Post-match analysis: Hendrick red sets precedent for more away woe

Post-match analysis: Hendrick red sets precedent for more away woe

Plus: how Burnley failed to deal with Watford's aerial threat, and reason for optimism with the new arrivals at Turf Moor.

jordaneyre
Jordan Eyre

Burnley’s poor form on the road continues as they were edged out by Watford at Vicarage Road on Saturday.

The Clarets’ woes were exacerbated by dismissal of Jeff Hendrick in the early exchanges, and despite showing plenty of promise in the second half – during which they grabbed a lifeline through Ashley Barnes’ penalty – they could not salvage what would have been just a second point on the road this season.

Sending off proves costly

For a team who focus on tactical organisation and discipline, Burnley’s approach was severely affected by Hendrick’s red card. It left Sean Dyche’s side lighter in the middle of the pitch – neither Barnes nor Andre Gray were sacrificed, meaning the Clarets soldiered on with just three in midfield.

Consequently, Burnley could not press with their usual intensity; gaping holes would have occurred in dangerous areas, and Joey Barton, at 34-years-old, is not the sprightly figure of old to harass and apply pressure to opposition players.

Watford made their numerical advantage in midfield count: M’Baye Niang was given the freedom of the borough to pick out Troy Deeney with a teasing cross, with the assist coming from an area of the pitch Hendrick would normally have occupied.

Head boys make difference for Hornets

Deeney’s opener and Niang’s superb header will not have been ignored by the onlooking Dyche, whose ire at Hendrick’s dismissal will not have been soothed by the lax approach his defence adopted for Watford’s goals.

For the first goal, Deeney is afforded far too much room to steer a low header home beyond Tom Heaton, with right-back Matt Lowton culpable for some sub-standard defending. The Watford skipper evades Lowton with the slightest of movement, stealing in behind the Burnley defender to convert Niang’s cross.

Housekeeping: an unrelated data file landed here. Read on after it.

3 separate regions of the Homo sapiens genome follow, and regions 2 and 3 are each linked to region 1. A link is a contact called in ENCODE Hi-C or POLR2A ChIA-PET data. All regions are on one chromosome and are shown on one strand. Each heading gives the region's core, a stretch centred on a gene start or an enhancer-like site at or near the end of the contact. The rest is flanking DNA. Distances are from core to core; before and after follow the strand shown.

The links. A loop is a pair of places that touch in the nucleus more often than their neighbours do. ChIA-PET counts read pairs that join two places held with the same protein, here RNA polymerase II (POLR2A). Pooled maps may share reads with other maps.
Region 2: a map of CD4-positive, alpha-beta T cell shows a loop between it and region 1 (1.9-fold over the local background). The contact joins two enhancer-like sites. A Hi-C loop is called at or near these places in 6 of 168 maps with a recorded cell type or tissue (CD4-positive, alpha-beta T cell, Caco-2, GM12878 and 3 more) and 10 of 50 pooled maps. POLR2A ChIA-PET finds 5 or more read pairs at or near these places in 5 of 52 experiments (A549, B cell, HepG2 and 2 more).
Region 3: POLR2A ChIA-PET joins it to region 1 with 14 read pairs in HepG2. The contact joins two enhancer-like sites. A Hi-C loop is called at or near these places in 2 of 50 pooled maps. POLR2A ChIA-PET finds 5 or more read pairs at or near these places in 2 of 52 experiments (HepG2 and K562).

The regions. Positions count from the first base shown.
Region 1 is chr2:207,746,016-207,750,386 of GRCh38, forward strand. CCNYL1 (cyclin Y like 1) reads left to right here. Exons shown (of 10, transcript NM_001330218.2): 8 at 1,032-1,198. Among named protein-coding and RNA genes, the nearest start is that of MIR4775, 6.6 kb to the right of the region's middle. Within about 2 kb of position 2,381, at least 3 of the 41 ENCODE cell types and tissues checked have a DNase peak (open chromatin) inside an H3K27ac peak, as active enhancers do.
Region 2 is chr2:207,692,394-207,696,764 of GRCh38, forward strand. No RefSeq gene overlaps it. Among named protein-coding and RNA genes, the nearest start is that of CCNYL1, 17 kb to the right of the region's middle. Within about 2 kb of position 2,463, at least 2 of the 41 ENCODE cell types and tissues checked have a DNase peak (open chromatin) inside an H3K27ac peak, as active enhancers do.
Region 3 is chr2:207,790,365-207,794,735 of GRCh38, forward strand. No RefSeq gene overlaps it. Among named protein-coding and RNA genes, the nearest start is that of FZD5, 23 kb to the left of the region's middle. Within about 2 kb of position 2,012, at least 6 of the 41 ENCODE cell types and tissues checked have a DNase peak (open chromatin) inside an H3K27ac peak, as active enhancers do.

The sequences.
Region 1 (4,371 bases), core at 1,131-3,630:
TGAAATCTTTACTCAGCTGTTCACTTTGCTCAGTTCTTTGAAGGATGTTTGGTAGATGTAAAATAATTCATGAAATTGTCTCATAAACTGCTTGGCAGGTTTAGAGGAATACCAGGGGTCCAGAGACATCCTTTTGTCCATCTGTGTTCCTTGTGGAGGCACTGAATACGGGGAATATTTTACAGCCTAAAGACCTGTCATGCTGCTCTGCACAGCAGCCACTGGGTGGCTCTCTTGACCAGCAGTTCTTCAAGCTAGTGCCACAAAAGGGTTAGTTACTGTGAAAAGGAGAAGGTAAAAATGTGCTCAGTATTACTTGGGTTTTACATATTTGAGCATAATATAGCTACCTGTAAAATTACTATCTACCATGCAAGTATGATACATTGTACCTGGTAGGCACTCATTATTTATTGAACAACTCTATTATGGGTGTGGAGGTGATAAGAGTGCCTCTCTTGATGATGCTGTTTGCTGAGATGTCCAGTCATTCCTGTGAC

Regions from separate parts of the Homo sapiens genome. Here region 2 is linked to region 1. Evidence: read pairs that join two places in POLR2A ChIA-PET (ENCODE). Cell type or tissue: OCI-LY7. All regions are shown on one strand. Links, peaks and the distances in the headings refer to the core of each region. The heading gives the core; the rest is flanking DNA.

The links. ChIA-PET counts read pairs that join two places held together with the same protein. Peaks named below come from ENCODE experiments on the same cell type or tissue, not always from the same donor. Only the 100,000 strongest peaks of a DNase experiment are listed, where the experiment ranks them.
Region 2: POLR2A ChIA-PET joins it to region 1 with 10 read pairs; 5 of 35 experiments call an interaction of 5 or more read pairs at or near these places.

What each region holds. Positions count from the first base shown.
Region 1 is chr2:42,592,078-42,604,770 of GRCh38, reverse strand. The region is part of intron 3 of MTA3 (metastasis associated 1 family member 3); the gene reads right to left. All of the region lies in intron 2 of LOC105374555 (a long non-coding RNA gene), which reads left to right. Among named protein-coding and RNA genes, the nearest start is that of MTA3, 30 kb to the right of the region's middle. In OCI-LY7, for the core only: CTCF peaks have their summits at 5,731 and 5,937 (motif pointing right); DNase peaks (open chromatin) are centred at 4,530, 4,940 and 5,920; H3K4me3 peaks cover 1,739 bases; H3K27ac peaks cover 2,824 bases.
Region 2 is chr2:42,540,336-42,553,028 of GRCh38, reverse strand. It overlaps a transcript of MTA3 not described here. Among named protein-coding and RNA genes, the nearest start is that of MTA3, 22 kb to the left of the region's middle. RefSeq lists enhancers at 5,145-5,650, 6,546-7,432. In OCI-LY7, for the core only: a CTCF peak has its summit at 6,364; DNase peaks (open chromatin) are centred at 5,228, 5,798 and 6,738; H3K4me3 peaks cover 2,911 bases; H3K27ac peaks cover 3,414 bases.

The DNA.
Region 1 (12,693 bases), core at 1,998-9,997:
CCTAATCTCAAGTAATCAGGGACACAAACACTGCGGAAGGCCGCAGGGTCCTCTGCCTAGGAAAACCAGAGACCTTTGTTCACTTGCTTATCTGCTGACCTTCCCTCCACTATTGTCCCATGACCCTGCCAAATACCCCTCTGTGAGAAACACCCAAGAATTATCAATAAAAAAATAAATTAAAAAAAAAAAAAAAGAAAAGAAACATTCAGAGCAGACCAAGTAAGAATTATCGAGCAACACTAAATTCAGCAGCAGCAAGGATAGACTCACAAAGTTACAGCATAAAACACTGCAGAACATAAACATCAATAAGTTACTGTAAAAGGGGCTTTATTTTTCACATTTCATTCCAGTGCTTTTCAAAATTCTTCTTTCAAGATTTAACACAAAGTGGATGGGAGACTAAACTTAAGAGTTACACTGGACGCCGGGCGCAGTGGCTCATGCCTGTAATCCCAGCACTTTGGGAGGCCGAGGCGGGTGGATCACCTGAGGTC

The hosts’ second goal came through similarly hospitable defending from Dyche’s side. Jose Holebas swung in a delivery to the near post and Michael Keane – goalside of the Watford forward, but not tight enough – watches as Niang glances home a wonderful header. Keane perhaps subscribes to the idea that the former AC Milan man is too far away from goal to threaten with an attempt on goal, but the simple truth is that Keane should never have allowed him the effort, to be safe.

New boys offer food for thought

On a more positive note, Burnley were able to call upon their two January recruits, Robbie Brady and Ashley Westwood, from the bench on Saturday as they intensified their quest for at least a point from the game. Brady was afforded 35 minutes to make an impact, while Westwood was restricted to a more fleeting appearance, coming off the bench with just 13 minutes remaining.

Many had hoped at least one of them to start – more obviously, perhaps, Brady, given Steven Defour’s injury while playing on the left side of midfield last Tuesday – and some fans were equally bemused that, elsewhere, Johann Berg Gudmundsson was not selected to start, given that he and Brady are direct wingers with quality on the ball and speed respectively.

But Brady, along with Westwood, did not have much time to train with their new teammates ahead of the weekend, which may explain Dyche’s rather expected line-up. With a week to prepare for the visit of champions-elect Chelsea, however, both new signings could feature from the start at Turf Moor on Sunday. 

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